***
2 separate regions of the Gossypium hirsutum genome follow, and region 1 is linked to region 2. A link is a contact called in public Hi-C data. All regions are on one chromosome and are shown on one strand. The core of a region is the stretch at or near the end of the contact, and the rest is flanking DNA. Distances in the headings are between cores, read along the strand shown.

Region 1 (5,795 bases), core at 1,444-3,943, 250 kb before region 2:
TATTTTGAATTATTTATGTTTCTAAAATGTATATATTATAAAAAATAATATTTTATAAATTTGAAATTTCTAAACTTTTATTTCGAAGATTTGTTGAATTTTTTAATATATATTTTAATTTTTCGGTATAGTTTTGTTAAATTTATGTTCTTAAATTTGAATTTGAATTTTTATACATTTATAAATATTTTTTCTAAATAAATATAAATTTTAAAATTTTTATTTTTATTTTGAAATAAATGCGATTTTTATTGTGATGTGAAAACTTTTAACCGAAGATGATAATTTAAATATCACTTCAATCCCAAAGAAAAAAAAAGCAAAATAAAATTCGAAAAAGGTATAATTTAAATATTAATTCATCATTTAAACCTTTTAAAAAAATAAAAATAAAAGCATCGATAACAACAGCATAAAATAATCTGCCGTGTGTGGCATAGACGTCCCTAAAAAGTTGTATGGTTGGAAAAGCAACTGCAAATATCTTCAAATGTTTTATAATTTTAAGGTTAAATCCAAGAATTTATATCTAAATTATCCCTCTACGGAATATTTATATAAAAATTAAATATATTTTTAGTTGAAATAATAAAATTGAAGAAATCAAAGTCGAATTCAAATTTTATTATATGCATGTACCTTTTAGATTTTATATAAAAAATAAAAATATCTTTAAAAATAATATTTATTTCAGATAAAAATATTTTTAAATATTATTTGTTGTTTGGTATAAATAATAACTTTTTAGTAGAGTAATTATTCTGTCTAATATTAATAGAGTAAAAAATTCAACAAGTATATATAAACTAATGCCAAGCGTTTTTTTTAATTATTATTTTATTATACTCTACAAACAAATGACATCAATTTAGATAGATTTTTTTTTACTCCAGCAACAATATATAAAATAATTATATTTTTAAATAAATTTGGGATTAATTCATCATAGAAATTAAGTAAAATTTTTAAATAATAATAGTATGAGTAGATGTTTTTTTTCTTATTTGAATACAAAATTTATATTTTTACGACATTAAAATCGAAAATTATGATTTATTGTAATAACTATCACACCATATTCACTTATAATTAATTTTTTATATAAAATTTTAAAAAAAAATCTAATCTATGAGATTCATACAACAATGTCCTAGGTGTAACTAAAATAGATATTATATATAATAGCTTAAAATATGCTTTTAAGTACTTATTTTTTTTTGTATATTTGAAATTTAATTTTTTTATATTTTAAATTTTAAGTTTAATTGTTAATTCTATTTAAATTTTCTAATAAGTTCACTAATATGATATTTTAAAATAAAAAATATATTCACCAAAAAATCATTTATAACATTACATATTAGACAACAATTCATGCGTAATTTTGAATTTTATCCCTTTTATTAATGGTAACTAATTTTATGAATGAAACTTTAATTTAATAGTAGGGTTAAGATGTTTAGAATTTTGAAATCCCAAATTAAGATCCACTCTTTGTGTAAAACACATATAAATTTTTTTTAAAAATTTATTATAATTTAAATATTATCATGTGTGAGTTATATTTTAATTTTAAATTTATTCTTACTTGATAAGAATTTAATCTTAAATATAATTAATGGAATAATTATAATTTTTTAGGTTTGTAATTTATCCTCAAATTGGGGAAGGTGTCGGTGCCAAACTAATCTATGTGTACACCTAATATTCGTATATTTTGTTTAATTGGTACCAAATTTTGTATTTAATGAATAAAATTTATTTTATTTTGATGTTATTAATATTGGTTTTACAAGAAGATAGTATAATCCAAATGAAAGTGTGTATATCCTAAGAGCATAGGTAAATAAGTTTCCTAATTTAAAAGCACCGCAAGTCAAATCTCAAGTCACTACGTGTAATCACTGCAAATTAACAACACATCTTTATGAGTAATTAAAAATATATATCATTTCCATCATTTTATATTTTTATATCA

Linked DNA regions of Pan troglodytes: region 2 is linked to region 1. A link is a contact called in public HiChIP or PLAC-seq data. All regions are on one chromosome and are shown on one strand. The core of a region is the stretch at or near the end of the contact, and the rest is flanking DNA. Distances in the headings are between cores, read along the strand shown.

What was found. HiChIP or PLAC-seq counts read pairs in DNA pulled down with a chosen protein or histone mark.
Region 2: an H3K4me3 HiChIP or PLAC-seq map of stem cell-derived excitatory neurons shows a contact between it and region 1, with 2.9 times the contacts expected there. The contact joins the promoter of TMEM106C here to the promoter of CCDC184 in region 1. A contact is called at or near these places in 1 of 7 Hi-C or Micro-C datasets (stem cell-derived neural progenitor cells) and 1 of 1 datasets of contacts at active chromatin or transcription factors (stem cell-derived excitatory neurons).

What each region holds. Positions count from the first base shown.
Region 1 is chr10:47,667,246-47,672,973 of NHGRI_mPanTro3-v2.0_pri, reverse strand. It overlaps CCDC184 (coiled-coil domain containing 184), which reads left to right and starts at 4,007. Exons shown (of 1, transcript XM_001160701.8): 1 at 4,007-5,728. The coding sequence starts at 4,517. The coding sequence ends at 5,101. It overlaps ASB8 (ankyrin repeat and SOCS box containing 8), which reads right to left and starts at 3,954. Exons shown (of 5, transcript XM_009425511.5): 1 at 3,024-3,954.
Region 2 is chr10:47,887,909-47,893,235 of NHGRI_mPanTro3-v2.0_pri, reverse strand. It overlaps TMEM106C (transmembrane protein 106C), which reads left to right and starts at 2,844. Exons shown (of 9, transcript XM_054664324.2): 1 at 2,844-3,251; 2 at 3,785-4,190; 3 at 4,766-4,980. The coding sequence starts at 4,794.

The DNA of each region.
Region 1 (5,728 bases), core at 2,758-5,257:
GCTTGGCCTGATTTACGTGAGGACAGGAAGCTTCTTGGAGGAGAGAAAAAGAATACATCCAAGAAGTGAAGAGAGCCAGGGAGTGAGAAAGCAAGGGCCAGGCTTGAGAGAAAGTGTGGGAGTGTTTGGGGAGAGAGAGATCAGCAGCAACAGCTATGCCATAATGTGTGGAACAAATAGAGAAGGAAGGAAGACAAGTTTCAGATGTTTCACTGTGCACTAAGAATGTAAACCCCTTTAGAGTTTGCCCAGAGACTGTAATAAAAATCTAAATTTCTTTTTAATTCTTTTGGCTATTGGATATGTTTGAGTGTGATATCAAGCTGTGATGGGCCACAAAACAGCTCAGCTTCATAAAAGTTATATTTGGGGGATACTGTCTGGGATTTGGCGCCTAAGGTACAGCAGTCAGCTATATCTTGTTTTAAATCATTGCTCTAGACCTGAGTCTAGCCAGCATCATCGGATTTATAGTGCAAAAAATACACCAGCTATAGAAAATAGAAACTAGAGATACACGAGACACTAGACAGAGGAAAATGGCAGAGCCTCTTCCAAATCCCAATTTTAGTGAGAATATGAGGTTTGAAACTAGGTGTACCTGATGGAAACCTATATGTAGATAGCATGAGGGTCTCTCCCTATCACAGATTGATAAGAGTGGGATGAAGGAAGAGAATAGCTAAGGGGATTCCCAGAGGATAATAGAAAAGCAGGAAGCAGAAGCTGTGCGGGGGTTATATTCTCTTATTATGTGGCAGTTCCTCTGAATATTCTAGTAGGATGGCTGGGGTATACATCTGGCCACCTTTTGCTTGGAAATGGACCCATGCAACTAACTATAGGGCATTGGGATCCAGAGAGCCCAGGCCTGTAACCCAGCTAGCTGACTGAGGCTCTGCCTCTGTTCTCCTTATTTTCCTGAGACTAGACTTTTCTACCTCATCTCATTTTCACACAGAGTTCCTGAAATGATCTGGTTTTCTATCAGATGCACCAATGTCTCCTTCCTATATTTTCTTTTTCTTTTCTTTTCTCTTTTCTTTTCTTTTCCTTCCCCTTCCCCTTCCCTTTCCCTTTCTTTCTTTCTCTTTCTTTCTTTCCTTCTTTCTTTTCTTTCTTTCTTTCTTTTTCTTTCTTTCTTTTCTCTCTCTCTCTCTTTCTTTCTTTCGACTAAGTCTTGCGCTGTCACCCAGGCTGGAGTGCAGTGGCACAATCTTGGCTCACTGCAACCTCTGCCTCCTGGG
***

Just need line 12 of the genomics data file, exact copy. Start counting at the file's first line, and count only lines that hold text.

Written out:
GCTTGGCCTGATTTACGTGAGGACAGGAAGCTTCTTGGAGGAGAGAAAAAGAATACATCCAAGAAGTGAAGAGAGCCAGGGAGTGAGAAAGCAAGGGCCAGGCTTGAGAGAAAGTGTGGGAGTGTTTGGGGAGAGAGAGATCAGCAGCAACAGCTATGCCATAATGTGTGGAACAAATAGAGAAGGAAGGAAGACAAGTTTCAGATGTTTCACTGTGCACTAAGAATGTAAACCCCTTTAGAGTTTGCCCAGAGACTGTAATAAAAATCTAAATTTCTTTTTAATTCTTTTGGCTATTGGATATGTTTGAGTGTGATATCAAGCTGTGATGGGCCACAAAACAGCTCAGCTTCATAAAAGTTATATTTGGGGGATACTGTCTGGGATTTGGCGCCTAAGGTACAGCAGTCAGCTATATCTTGTTTTAAATCATTGCTCTAGACCTGAGTCTAGCCAGCATCATCGGATTTATAGTGCAAAAAATACACCAGCTATAGAAAATAGAAACTAGAGATACACGAGACACTAGACAGAGGAAAATGGCAGAGCCTCTTCCAAATCCCAATTTTAGTGAGAATATGAGGTTTGAAACTAGGTGTACCTGATGGAAACCTATATGTAGATAGCATGAGGGTCTCTCCCTATCACAGATTGATAAGAGTGGGATGAAGGAAGAGAATAGCTAAGGGGATTCCCAGAGGATAATAGAAAAGCAGGAAGCAGAAGCTGTGCGGGGGTTATATTCTCTTATTATGTGGCAGTTCCTCTGAATATTCTAGTAGGATGGCTGGGGTATACATCTGGCCACCTTTTGCTTGGAAATGGACCCATGCAACTAACTATAGGGCATTGGGATCCAGAGAGCCCAGGCCTGTAACCCAGCTAGCTGACTGAGGCTCTGCCTCTGTTCTCCTTATTTTCCTGAGACTAGACTTTTCTACCTCATCTCATTTTCACACAGAGTTCCTGAAATGATCTGGTTTTCTATCAGATGCACCAATGTCTCCTTCCTATATTTTCTTTTTCTTTTCTTTTCTCTTTTCTTTTCTTTTCCTTCCCCTTCCCCTTCCCTTTCCCTTTCTTTCTTTCTCTTTCTTTCTTTCCTTCTTTCTTTTCTTTCTTTCTTTCTTTTTCTTTCTTTCTTTTCTCTCTCTCTCTCTTTCTTTCTTTCGACTAAGTCTTGCGCTGTCACCCAGGCTGGAGTGCAGTGGCACAATCTTGGCTCACTGCAACCTCTGCCTCCTGGG